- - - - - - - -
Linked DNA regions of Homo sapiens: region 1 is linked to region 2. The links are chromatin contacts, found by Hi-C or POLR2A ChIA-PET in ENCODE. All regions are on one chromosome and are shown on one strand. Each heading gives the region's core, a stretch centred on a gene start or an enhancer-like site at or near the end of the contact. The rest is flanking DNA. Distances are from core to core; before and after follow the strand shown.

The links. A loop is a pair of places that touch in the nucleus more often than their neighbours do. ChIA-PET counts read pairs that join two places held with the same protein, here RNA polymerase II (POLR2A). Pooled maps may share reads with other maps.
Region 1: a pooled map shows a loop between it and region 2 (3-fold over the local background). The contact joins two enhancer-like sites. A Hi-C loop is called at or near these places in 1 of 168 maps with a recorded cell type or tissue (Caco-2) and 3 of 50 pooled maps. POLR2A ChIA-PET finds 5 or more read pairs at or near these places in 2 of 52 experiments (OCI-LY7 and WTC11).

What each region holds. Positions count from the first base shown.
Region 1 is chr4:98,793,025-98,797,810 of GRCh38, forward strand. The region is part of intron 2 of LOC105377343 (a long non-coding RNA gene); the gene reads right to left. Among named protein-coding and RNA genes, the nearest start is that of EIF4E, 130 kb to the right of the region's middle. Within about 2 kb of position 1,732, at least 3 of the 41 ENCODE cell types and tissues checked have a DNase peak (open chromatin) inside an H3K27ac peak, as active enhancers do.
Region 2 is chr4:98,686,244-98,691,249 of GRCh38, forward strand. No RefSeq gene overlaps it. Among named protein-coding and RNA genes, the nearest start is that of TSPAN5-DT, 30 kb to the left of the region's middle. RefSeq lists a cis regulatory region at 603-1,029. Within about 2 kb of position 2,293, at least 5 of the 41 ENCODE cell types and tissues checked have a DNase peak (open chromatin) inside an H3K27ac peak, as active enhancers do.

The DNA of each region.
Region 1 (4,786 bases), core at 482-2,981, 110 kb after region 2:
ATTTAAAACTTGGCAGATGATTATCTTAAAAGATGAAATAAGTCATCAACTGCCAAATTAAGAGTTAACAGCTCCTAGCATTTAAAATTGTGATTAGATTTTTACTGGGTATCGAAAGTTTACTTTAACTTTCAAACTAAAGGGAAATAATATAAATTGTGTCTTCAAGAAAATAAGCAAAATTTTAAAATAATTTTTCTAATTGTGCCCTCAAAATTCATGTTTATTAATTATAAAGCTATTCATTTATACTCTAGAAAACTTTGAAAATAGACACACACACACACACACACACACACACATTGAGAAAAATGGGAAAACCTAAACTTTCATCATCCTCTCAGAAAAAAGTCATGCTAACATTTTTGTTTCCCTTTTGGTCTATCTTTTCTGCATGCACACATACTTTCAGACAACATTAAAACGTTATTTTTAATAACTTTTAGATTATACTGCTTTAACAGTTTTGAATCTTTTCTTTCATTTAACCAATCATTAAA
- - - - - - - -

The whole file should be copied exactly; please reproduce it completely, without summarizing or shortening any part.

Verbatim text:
Linked DNA regions of Homo sapiens: region 1 is linked to region 2. The links are chromatin contacts, found by Hi-C or POLR2A ChIA-PET in ENCODE. All regions are on one chromosome and are shown on one strand. Each heading gives the region's core, a stretch centred on a gene start or an enhancer-like site at or near the end of the contact. The rest is flanking DNA. Distances are from core to core; before and after follow the strand shown.

The links. A loop is a pair of places that touch in the nucleus more often than their neighbours do. ChIA-PET counts read pairs that join two places held with the same protein, here RNA polymerase II (POLR2A). Pooled maps may share reads with other maps.
Region 1: a pooled map shows a loop between it and region 2 (3-fold over the local background). The contact joins two enhancer-like sites. A Hi-C loop is called at or near these places in 1 of 168 maps with a recorded cell type or tissue (Caco-2) and 3 of 50 pooled maps. POLR2A ChIA-PET finds 5 or more read pairs at or near these places in 2 of 52 experiments (OCI-LY7 and WTC11).

What each region holds. Positions count from the first base shown.
Region 1 is chr4:98,793,025-98,797,810 of GRCh38, forward strand. The region is part of intron 2 of LOC105377343 (a long non-coding RNA gene); the gene reads right to left. Among named protein-coding and RNA genes, the nearest start is that of EIF4E, 130 kb to the right of the region's middle. Within about 2 kb of position 1,732, at least 3 of the 41 ENCODE cell types and tissues checked have a DNase peak (open chromatin) inside an H3K27ac peak, as active enhancers do.
Region 2 is chr4:98,686,244-98,691,249 of GRCh38, forward strand. No RefSeq gene overlaps it. Among named protein-coding and RNA genes, the nearest start is that of TSPAN5-DT, 30 kb to the left of the region's middle. RefSeq lists a cis regulatory region at 603-1,029. Within about 2 kb of position 2,293, at least 5 of the 41 ENCODE cell types and tissues checked have a DNase peak (open chromatin) inside an H3K27ac peak, as active enhancers do.

The DNA of each region.
Region 1 (4,786 bases), core at 482-2,981, 110 kb after region 2:
ATTTAAAACTTGGCAGATGATTATCTTAAAAGATGAAATAAGTCATCAACTGCCAAATTAAGAGTTAACAGCTCCTAGCATTTAAAATTGTGATTAGATTTTTACTGGGTATCGAAAGTTTACTTTAACTTTCAAACTAAAGGGAAATAATATAAATTGTGTCTTCAAGAAAATAAGCAAAATTTTAAAATAATTTTTCTAATTGTGCCCTCAAAATTCATGTTTATTAATTATAAAGCTATTCATTTATACTCTAGAAAACTTTGAAAATAGACACACACACACACACACACACACACACATTGAGAAAAATGGGAAAACCTAAACTTTCATCATCCTCTCAGAAAAAAGTCATGCTAACATTTTTGTTTCCCTTTTGGTCTATCTTTTCTGCATGCACACATACTTTCAGACAACATTAAAACGTTATTTTTAATAACTTTTAGATTATACTGCTTTAACAGTTTTGAATCTTTTCTTTCATTTAACCAATCATTAAA